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More Regulatory Rhetoric

A new attack ad targeting three Democratic senators and one Republican criticizes "hidden taxes on … pensions and retirement accounts" in the financial regulation legislation being considered by Congress, and urges the senators to "vote against this phony financial reform."
The ad gives a false impression. The Senate bill doesn’t contain the tax mentioned in the ad.

The ad is the work of a less-than-transparent group calling itself "Stop Too Big To Fail," which says its $1.6 million ad buy is targeting senators in Nevada,

California Governor’s Race, and More on Health Care

In episode 8 of the FactCheck Radio podcast, we look at a false and misleading ad attacking GOP candidate Meg Whitman in the California gubernatorial race, and we debunk more claims about the health care law.
(Click the play button below to listen to the podcast. Or subscribe to the podcast on iTunes.)

 
For more on the stories discussed in this episode see:
California Dreaming  April 15
More Malarkey About Health Care  April 19

A False Hit on Critz

We’ve written about misrepresentations in the Democratic Congressional Campaign Committee’s attack on Tim Burns, the GOP candidate in the Pennsylvania 12th. Being equal-opportunity fact-checkers, we can’t let a false attack ad from the National Republican Congressional Committee in this race slip by without mention.

The hit on Democratic nominee Mark Critz says that "Congress and liberals like Mark Critz didn’t listen" when "Americans said no to government-run health care." Now, we could go into all the claims the ad makes about the new health care law,

A 3.8 Percent “Sales Tax” on Your Home?

Q: Does the new health care law impose a 3.8 percent tax on profits from selling your home?
A: No, with very few exceptions. The first $250,000 in profit from the sale of a personal residence won’t be taxed, or the first $500,000 in the case of a married couple. The tax falls on relatively few — those with high incomes from other sources.

Support FactCheck.org in the 2010 Webby Awards

Dear readers:
For three years running, we have been voted the best political site on the Web in the annual Webby Awards competition. These awards, which have been called the Oscars of the Internet, represent a welcome show of support for our mission: holding politicians accountable for factual accuracy.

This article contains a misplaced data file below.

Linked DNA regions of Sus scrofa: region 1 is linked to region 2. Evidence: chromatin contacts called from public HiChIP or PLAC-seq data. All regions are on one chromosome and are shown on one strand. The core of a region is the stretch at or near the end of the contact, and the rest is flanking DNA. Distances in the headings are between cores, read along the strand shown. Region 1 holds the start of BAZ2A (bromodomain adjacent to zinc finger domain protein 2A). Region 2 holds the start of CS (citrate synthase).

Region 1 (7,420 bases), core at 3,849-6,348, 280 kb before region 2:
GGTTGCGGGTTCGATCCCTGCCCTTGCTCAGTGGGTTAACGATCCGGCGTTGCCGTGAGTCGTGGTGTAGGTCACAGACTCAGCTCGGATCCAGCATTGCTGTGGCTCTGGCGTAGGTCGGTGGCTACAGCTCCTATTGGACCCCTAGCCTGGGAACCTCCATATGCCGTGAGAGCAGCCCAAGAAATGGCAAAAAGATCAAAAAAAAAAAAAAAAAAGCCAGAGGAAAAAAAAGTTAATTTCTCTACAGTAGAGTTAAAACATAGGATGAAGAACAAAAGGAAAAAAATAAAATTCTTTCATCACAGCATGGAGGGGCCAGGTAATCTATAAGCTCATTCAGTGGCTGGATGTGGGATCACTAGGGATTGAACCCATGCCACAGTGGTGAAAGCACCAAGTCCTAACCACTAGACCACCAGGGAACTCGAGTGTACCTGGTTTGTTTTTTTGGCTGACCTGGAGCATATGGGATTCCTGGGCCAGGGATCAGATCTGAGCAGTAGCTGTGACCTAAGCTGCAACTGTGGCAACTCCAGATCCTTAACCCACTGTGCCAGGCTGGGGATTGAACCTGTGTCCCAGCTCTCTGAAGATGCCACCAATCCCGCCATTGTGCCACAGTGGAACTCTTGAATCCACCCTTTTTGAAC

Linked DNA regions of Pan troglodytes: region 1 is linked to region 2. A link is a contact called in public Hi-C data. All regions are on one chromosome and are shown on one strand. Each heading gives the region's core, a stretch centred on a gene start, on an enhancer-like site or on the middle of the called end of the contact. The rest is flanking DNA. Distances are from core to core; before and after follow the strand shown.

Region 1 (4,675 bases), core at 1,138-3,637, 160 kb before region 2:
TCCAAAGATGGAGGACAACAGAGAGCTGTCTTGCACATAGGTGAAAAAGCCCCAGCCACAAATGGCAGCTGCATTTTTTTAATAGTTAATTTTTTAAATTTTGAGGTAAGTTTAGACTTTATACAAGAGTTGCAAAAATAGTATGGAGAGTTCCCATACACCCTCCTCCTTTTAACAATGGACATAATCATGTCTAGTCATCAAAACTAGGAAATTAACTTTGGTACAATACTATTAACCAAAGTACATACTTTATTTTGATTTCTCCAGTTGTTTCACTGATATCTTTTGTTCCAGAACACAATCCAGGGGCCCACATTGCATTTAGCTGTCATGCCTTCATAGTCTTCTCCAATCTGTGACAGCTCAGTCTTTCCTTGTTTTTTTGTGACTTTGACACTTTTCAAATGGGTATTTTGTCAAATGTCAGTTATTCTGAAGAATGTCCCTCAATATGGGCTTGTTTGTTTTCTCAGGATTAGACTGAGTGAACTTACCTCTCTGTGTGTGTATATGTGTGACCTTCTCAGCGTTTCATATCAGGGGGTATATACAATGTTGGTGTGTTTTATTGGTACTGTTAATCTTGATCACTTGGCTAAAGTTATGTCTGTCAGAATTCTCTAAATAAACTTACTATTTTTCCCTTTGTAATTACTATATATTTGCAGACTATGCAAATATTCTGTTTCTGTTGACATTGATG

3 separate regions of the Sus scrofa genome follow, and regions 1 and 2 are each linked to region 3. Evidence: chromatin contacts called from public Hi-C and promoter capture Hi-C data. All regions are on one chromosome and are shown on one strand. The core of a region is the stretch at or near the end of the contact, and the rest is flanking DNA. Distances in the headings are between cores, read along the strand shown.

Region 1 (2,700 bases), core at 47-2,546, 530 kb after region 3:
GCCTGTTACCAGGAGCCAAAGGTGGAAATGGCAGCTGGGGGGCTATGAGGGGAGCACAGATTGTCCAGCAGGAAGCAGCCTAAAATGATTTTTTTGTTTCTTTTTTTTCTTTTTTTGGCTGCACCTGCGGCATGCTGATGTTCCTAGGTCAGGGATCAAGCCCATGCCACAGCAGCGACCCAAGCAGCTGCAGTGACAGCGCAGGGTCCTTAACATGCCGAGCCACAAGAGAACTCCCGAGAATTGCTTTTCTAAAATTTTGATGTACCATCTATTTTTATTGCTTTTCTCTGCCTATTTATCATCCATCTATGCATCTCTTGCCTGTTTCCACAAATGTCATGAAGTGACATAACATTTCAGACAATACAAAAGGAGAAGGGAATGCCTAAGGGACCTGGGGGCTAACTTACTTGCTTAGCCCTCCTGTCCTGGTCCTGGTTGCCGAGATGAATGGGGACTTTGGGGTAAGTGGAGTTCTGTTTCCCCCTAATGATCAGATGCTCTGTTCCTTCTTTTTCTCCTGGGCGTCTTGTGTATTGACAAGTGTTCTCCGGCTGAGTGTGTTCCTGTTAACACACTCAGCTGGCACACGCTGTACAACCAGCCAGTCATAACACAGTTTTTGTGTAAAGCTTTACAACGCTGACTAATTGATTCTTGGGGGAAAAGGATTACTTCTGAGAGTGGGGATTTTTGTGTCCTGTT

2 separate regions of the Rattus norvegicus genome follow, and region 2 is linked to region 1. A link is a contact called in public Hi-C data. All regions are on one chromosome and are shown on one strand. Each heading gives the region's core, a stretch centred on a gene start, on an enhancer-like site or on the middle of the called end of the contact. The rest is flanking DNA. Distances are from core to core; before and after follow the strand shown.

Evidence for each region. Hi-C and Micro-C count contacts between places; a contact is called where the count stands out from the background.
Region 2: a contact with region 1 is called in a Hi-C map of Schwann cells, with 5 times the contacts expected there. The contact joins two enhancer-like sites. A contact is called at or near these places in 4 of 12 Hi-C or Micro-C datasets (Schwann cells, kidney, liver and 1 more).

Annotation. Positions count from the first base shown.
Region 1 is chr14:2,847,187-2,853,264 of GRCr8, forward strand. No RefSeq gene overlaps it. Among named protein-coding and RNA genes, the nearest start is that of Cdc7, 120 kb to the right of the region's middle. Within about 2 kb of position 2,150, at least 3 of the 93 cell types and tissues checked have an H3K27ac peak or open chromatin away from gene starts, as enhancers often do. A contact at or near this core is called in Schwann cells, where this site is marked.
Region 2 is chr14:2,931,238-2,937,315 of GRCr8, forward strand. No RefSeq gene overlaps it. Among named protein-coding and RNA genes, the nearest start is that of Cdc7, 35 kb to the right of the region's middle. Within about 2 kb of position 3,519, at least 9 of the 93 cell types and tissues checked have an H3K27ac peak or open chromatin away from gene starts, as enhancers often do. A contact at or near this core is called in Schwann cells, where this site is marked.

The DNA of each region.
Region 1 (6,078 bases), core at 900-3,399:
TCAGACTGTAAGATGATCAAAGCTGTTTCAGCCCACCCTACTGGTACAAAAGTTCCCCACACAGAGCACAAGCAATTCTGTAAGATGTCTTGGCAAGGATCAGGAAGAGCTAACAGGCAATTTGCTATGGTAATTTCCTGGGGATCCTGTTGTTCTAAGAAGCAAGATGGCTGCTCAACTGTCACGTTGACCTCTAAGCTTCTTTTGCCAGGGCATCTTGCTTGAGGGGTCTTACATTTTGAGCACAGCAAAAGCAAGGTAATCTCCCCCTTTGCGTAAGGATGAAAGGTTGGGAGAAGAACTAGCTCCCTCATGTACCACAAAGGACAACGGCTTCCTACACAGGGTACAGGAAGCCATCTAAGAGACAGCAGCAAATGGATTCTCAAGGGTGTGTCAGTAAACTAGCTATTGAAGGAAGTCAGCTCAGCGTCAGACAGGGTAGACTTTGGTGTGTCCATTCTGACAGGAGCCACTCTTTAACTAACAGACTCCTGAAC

We’d love to keep our streak going — hence this message. The Webby Awards have two segments: the judges’ award and the People’s Voice prize. The latter is where you come in.

The Bailout Bill?

Does the financial regulatory bill put an end to taxpayer-funded bailouts? Or does it "institutionalize" them? Viewers of the Sunday political talk shows and recent C-SPAN clips from the Senate floor might well be wondering, as Democrats (the "end of bailouts" crowd) and some Republicans (the "institutionalize" camp) have made these contradictory claims.
No piece of legislation can guarantee that a future Congress won’t allow the federal government to prop up a failing financial institution. But claims that this bill makes taxpayer-funded bailouts a permanent fixture are misleading,

Another False Tax Attack (And One That’s Just Deceptive)

There they go again.
Earlier this month, we called out Democrats for falsely accusing a Republican House candidate in Hawaii of pledging to protect tax breaks for sending jobs overseas. All he did was sign a pledge not to raise taxes. Now a Democratic candidate is making the same false claim against his opponent in another special election in Pennsylvania.
For Democrats, misrepresenting an opponent’s anti-tax position as an anti-jobs position is getting to be a bad habit.

Sunday Replay

During his first appearance on CBS’ "Face the Nation" on April 18, Republican Sen. Scott Brown of Massachusetts claimed that the financial regulatory bill could potentially cost insurance companies in his state 25,000 to 35,000 jobs. But the freshman senator has failed to provide any support for the claim, and we have been unable to find any elsewhere.
Brown didn’t provide the source of the estimate when host Bob Schieffer inquired about it. And our calls to the senator’s office haven’t been returned.

FactCheck Mailbag, Week of April 13-April 19

This week, readers sent us comments about religious exemptions, fine print and colloquial language.
In the FactCheck Mailbag, we feature some of the e-mail we receive. Readers can send comments to editor@factcheck.org. Letters may be edited for length.

More Malarkey About Health Care

We’ve seldom seen a piece of legislation so widely misrepresented, and misunderstood, as the new health care law. We stopped counting the number of articles and items we turned out on the subject after the total reached 100. Some of that is understandable. The debate went on for more than …